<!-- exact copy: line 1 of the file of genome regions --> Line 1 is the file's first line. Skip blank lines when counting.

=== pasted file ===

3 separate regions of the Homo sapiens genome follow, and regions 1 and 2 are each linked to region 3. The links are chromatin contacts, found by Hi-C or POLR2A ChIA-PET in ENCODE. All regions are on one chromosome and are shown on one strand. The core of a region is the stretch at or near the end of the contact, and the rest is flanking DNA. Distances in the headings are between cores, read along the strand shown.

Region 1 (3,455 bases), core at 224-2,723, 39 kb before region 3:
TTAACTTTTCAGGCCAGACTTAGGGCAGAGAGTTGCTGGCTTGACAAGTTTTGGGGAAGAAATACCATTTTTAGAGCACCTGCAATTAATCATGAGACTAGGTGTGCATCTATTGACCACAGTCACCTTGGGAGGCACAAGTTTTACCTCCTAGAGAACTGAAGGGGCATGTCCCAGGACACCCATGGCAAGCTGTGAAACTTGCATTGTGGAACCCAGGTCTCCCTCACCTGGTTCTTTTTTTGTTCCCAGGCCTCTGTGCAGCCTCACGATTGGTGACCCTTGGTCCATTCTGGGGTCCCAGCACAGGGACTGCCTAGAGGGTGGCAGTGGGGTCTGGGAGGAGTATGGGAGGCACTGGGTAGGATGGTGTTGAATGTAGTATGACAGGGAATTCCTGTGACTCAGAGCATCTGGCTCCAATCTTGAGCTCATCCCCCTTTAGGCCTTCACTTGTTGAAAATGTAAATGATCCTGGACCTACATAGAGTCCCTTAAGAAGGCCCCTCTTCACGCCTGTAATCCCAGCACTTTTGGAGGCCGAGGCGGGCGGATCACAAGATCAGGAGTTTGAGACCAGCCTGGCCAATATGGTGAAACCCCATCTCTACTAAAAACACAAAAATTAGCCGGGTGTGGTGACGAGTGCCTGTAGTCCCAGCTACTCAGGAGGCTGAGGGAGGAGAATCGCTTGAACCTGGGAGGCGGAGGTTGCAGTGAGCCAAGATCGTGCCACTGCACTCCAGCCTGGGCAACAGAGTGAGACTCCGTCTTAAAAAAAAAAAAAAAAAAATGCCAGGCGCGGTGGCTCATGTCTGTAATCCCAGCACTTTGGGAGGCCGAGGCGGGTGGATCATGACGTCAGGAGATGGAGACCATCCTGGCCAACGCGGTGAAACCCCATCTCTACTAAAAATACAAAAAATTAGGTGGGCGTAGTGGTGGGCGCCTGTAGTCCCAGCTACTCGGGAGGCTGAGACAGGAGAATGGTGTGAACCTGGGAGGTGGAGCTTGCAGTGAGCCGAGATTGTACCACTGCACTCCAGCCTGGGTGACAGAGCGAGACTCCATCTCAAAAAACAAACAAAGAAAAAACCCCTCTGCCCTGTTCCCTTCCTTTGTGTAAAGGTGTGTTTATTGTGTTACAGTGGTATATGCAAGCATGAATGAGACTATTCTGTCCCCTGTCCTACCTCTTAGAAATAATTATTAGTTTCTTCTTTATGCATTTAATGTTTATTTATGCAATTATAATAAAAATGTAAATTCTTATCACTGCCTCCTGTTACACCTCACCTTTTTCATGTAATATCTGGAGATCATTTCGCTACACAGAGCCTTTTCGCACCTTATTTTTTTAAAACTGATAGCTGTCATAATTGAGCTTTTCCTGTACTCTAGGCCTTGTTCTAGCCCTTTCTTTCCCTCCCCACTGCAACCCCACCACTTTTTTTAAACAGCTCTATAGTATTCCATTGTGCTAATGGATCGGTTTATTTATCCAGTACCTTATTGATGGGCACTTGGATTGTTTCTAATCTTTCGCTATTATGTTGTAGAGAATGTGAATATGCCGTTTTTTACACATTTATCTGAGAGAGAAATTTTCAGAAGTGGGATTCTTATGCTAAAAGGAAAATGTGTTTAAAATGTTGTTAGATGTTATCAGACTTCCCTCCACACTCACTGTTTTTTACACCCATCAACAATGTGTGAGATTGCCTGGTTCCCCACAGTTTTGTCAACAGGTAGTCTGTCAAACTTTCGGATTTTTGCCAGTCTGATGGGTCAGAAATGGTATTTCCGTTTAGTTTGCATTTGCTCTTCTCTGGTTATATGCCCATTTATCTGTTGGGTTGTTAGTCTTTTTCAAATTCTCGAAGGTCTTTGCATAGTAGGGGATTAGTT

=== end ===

3 separate regions of the Homo sapiens genome follow, and regions 1 and 2 are each linked to region 3. The links are chromatin contacts, found by Hi-C or POLR2A ChIA-PET in ENCODE. All regions are on one chromosome and are shown on one strand. The core of a region is the stretch at or near the end of the contact, and the rest is flanking DNA. Distances in the headings are between cores, read along the strand shown.